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Growth and vitality of fine roots of Norway spruce as influenced by experimental and natural drought

DFG FOR 562 TP 9: (2008-2011)

From 04/2008 to 12/2011

Principal Investigator: Christoph Leuschner, Dietrich Hertel
Staff: Gabriele Hammes

Norway spruce is one of the two economically most important tree species of Central Europe. However, this species is known to be particularly drought-sensitive and, thus, is possibly threatened by a higher frequency of summer droughts under a changing climate. Based on the results obtained in a drought experiment in the first phase of the Research Group, this project investigates the dependency on soil moisture of growth, mortality and morphology of spruce fine roots with a multi-scale approach, including a pot experiment with saplings, a field experiment in the Coulissenhieb stand, and a gradient study in 10 mature spruce stands differing in precipitation amount. Key hypotheses to be tested refer to effects of soil moisture and drought on fine root biomass in spruce stands, fine root morphology, root growth and death, and carbon flux from root to the soil via root death. A broad set of root investigation techniques will be applied including mini-rhizotrons, ingrowth core and root coring studies, and root necromass litter bags. The project will closely cooperate with the projects 5, 6, 7, and 10 in the moisture manipulation experiments at the Coulissenhieb site, and with TP8 on the whole multi-scale approach to compare the drought effects on the fine root system and symbiotic EM fungi as well as saprophytic AM fungi.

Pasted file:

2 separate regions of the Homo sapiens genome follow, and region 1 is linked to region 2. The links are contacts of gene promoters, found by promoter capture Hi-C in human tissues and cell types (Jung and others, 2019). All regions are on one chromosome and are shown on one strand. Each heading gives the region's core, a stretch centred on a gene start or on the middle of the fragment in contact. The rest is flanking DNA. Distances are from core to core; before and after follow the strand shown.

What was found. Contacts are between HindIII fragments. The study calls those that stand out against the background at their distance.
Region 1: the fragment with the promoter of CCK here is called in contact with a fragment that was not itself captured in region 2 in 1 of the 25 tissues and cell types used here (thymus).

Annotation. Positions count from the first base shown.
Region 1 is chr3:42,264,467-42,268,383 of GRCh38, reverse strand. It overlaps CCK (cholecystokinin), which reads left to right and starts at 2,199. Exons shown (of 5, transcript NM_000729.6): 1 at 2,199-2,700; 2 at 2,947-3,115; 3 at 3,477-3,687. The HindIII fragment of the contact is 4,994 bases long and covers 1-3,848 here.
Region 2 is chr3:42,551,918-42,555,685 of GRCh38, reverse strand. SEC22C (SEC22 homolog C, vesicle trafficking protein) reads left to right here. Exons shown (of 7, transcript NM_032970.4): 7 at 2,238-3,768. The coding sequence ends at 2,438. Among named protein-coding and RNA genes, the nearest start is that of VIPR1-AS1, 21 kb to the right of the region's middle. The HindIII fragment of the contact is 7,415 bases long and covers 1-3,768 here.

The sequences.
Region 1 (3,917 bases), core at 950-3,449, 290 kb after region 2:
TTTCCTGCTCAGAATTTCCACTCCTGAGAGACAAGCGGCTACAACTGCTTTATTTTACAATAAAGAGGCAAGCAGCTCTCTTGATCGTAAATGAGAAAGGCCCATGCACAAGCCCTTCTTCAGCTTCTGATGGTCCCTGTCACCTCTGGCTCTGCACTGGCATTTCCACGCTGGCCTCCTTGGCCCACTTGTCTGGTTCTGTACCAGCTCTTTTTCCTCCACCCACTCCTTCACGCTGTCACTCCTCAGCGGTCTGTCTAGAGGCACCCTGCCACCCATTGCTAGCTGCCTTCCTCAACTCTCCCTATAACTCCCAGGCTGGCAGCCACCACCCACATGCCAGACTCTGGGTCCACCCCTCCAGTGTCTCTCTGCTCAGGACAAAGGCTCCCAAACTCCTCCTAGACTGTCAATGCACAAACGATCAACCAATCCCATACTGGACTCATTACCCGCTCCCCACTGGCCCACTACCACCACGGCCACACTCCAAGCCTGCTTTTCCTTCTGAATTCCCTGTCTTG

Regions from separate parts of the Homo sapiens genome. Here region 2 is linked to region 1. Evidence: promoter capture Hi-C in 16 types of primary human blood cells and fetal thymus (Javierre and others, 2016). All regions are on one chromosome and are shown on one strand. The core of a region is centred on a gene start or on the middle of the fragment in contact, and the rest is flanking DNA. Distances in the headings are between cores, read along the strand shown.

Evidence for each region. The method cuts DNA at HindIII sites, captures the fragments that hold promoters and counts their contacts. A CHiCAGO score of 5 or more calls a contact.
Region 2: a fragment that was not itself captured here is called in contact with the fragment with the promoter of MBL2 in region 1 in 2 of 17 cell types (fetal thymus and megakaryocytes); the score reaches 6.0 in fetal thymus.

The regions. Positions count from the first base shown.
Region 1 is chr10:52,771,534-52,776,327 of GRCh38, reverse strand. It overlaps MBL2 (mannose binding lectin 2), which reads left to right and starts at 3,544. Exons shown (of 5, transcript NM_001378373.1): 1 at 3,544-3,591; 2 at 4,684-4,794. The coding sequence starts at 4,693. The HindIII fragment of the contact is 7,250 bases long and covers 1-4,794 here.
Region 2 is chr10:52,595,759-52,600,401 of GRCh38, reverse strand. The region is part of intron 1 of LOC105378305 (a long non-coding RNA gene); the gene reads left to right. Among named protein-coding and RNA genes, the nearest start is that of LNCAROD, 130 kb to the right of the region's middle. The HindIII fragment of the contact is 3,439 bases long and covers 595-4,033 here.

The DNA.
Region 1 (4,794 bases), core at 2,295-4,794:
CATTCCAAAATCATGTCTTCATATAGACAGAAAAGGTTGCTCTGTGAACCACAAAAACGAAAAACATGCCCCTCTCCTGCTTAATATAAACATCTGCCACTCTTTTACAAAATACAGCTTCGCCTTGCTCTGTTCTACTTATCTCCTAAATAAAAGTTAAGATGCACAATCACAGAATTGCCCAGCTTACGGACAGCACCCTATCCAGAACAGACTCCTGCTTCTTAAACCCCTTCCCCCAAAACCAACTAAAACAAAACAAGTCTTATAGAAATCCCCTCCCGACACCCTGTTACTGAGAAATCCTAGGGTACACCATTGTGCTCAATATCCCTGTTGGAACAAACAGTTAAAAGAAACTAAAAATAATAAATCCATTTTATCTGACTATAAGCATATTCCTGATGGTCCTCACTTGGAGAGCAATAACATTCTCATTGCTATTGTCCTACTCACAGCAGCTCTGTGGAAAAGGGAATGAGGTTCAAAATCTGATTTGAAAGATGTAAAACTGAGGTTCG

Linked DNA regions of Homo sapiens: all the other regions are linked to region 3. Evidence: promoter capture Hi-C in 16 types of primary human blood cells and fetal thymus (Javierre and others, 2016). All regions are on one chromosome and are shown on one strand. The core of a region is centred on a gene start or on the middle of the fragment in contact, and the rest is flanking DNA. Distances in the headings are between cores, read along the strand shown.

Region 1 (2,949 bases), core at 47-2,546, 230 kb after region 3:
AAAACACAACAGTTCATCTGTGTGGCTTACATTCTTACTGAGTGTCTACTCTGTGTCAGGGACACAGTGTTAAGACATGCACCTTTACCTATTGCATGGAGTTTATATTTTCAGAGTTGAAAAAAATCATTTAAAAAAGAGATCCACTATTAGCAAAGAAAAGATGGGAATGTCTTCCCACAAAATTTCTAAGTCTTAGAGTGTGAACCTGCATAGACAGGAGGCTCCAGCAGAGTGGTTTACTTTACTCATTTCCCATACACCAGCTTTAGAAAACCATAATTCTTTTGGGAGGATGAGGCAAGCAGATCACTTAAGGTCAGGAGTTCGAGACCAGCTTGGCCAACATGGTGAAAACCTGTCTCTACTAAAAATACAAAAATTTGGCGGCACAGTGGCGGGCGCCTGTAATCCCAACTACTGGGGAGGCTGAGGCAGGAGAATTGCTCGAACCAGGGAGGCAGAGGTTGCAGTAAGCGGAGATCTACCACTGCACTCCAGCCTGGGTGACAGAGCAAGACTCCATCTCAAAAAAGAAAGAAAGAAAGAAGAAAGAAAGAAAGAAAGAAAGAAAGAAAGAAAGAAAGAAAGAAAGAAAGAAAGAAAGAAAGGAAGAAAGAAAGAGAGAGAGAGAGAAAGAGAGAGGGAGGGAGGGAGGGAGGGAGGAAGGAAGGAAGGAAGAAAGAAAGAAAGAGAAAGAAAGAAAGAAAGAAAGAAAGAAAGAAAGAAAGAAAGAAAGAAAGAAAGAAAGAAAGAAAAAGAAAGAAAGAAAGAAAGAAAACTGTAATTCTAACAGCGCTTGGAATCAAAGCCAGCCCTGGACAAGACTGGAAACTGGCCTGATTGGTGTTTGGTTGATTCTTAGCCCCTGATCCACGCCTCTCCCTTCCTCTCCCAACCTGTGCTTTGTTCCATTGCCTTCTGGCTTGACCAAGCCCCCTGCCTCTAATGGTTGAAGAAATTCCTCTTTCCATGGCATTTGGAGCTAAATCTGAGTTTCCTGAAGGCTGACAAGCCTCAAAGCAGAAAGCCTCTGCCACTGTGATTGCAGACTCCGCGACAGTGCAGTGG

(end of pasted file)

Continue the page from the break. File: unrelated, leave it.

last modified 2008-04-08